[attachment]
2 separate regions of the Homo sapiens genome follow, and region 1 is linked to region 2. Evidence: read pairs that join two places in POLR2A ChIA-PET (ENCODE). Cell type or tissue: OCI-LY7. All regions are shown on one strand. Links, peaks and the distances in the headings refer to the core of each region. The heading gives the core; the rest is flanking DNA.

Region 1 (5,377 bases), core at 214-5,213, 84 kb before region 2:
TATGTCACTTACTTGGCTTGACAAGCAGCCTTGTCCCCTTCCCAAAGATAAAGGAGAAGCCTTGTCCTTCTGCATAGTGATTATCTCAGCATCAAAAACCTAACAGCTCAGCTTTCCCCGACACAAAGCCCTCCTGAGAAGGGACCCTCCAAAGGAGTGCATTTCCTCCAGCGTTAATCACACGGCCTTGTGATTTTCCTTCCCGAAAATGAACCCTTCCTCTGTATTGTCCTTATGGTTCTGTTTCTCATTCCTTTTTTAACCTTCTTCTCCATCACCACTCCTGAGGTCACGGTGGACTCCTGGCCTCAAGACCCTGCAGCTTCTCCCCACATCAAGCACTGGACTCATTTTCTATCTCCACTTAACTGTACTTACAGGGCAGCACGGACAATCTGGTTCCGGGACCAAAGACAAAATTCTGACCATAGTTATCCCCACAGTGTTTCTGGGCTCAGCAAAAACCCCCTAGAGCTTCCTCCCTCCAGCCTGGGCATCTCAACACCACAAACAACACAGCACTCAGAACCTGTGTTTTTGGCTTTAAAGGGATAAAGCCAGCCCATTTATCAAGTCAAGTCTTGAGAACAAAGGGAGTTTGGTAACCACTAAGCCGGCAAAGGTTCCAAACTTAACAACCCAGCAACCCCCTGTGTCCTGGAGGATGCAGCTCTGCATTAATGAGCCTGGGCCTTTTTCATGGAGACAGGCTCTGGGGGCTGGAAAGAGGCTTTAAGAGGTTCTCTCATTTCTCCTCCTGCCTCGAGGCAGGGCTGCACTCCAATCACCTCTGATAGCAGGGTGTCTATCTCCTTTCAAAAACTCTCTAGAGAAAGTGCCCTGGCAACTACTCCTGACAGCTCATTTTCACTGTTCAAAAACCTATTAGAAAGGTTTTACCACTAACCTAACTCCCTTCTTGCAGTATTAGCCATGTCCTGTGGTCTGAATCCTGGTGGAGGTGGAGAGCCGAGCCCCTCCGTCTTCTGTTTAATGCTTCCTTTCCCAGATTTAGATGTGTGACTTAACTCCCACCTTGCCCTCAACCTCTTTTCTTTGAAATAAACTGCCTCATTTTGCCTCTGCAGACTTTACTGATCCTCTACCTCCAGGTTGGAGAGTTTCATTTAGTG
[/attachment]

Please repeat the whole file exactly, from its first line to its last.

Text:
2 separate regions of the Homo sapiens genome follow, and region 1 is linked to region 2. Evidence: read pairs that join two places in POLR2A ChIA-PET (ENCODE). Cell type or tissue: OCI-LY7. All regions are shown on one strand. Links, peaks and the distances in the headings refer to the core of each region. The heading gives the core; the rest is flanking DNA.

Region 1 (5,377 bases), core at 214-5,213, 84 kb before region 2:
TATGTCACTTACTTGGCTTGACAAGCAGCCTTGTCCCCTTCCCAAAGATAAAGGAGAAGCCTTGTCCTTCTGCATAGTGATTATCTCAGCATCAAAAACCTAACAGCTCAGCTTTCCCCGACACAAAGCCCTCCTGAGAAGGGACCCTCCAAAGGAGTGCATTTCCTCCAGCGTTAATCACACGGCCTTGTGATTTTCCTTCCCGAAAATGAACCCTTCCTCTGTATTGTCCTTATGGTTCTGTTTCTCATTCCTTTTTTAACCTTCTTCTCCATCACCACTCCTGAGGTCACGGTGGACTCCTGGCCTCAAGACCCTGCAGCTTCTCCCCACATCAAGCACTGGACTCATTTTCTATCTCCACTTAACTGTACTTACAGGGCAGCACGGACAATCTGGTTCCGGGACCAAAGACAAAATTCTGACCATAGTTATCCCCACAGTGTTTCTGGGCTCAGCAAAAACCCCCTAGAGCTTCCTCCCTCCAGCCTGGGCATCTCAACACCACAAACAACACAGCACTCAGAACCTGTGTTTTTGGCTTTAAAGGGATAAAGCCAGCCCATTTATCAAGTCAAGTCTTGAGAACAAAGGGAGTTTGGTAACCACTAAGCCGGCAAAGGTTCCAAACTTAACAACCCAGCAACCCCCTGTGTCCTGGAGGATGCAGCTCTGCATTAATGAGCCTGGGCCTTTTTCATGGAGACAGGCTCTGGGGGCTGGAAAGAGGCTTTAAGAGGTTCTCTCATTTCTCCTCCTGCCTCGAGGCAGGGCTGCACTCCAATCACCTCTGATAGCAGGGTGTCTATCTCCTTTCAAAAACTCTCTAGAGAAAGTGCCCTGGCAACTACTCCTGACAGCTCATTTTCACTGTTCAAAAACCTATTAGAAAGGTTTTACCACTAACCTAACTCCCTTCTTGCAGTATTAGCCATGTCCTGTGGTCTGAATCCTGGTGGAGGTGGAGAGCCGAGCCCCTCCGTCTTCTGTTTAATGCTTCCTTTCCCAGATTTAGATGTGTGACTTAACTCCCACCTTGCCCTCAACCTCTTTTCTTTGAAATAAACTGCCTCATTTTGCCTCTGCAGACTTTACTGATCCTCTACCTCCAGGTTGGAGAGTTTCATTTAGTG